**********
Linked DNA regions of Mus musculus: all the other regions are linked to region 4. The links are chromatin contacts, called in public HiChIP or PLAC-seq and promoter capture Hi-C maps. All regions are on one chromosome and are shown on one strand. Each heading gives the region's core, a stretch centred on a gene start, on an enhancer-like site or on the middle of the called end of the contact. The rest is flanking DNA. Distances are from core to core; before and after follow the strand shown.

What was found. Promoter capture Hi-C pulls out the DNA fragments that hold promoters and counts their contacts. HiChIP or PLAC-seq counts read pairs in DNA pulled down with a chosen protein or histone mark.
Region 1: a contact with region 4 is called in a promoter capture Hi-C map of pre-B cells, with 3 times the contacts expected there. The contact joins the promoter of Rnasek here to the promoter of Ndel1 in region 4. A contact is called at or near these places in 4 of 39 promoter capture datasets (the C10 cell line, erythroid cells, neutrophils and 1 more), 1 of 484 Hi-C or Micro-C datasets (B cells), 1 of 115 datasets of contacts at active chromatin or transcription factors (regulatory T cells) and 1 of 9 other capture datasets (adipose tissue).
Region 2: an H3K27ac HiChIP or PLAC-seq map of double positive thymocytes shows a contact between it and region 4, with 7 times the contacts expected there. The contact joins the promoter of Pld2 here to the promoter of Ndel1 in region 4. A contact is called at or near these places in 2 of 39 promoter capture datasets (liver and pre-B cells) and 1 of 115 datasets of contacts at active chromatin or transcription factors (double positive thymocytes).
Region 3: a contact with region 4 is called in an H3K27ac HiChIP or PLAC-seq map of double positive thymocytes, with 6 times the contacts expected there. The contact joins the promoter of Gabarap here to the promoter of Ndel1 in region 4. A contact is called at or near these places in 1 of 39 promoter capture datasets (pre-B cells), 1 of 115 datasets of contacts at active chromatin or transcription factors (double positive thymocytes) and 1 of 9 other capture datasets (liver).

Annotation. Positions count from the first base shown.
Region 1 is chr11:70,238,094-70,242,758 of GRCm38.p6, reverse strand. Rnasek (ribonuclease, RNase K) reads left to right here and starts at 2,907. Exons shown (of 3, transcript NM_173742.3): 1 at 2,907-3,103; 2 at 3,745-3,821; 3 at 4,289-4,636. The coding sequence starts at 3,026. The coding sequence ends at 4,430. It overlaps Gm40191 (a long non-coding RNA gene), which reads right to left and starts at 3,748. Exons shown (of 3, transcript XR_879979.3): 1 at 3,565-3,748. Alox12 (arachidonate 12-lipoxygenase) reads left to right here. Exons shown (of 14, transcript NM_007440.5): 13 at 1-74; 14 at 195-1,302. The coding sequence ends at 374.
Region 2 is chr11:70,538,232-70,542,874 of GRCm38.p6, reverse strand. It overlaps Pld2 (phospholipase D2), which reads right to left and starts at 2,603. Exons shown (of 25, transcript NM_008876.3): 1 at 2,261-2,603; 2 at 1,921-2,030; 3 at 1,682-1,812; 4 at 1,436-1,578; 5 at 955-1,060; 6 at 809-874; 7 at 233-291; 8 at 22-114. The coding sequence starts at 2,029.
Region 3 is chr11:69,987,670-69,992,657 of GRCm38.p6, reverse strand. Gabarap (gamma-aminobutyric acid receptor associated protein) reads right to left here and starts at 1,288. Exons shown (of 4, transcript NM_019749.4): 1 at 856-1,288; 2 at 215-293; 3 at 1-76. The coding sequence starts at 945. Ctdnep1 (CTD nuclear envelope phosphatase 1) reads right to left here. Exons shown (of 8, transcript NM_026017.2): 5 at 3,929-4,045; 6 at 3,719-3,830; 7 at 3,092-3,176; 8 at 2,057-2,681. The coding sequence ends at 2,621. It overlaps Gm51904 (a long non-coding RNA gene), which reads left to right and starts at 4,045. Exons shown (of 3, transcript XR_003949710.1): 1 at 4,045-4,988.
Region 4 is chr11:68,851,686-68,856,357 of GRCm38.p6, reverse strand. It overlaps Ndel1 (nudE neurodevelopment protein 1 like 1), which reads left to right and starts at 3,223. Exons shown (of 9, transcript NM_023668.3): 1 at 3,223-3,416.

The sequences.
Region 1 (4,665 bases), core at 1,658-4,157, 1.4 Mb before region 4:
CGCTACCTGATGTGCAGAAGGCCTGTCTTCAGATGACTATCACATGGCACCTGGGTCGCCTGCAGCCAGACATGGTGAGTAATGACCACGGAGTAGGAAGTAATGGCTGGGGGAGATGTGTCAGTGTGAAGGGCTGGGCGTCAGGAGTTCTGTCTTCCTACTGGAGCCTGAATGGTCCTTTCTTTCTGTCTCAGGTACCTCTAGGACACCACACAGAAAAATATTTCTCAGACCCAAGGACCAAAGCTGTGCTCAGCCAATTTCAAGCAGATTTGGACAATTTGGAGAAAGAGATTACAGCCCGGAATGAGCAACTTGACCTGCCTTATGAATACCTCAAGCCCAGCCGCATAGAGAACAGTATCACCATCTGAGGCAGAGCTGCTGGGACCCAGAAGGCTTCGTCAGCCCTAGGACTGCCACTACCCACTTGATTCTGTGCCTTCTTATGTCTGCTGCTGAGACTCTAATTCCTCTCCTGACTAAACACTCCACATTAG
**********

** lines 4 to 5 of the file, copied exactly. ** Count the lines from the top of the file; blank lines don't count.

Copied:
Region 2: an H3K27ac HiChIP or PLAC-seq map of double positive thymocytes shows a contact between it and region 4, with 7 times the contacts expected there. The contact joins the promoter of Pld2 here to the promoter of Ndel1 in region 4. A contact is called at or near these places in 2 of 39 promoter capture datasets (liver and pre-B cells) and 1 of 115 datasets of contacts at active chromatin or transcription factors (double positive thymocytes).
Region 3: a contact with region 4 is called in an H3K27ac HiChIP or PLAC-seq map of double positive thymocytes, with 6 times the contacts expected there. The contact joins the promoter of Gabarap here to the promoter of Ndel1 in region 4. A contact is called at or near these places in 1 of 39 promoter capture datasets (pre-B cells), 1 of 115 datasets of contacts at active chromatin or transcription factors (double positive thymocytes) and 1 of 9 other capture datasets (liver).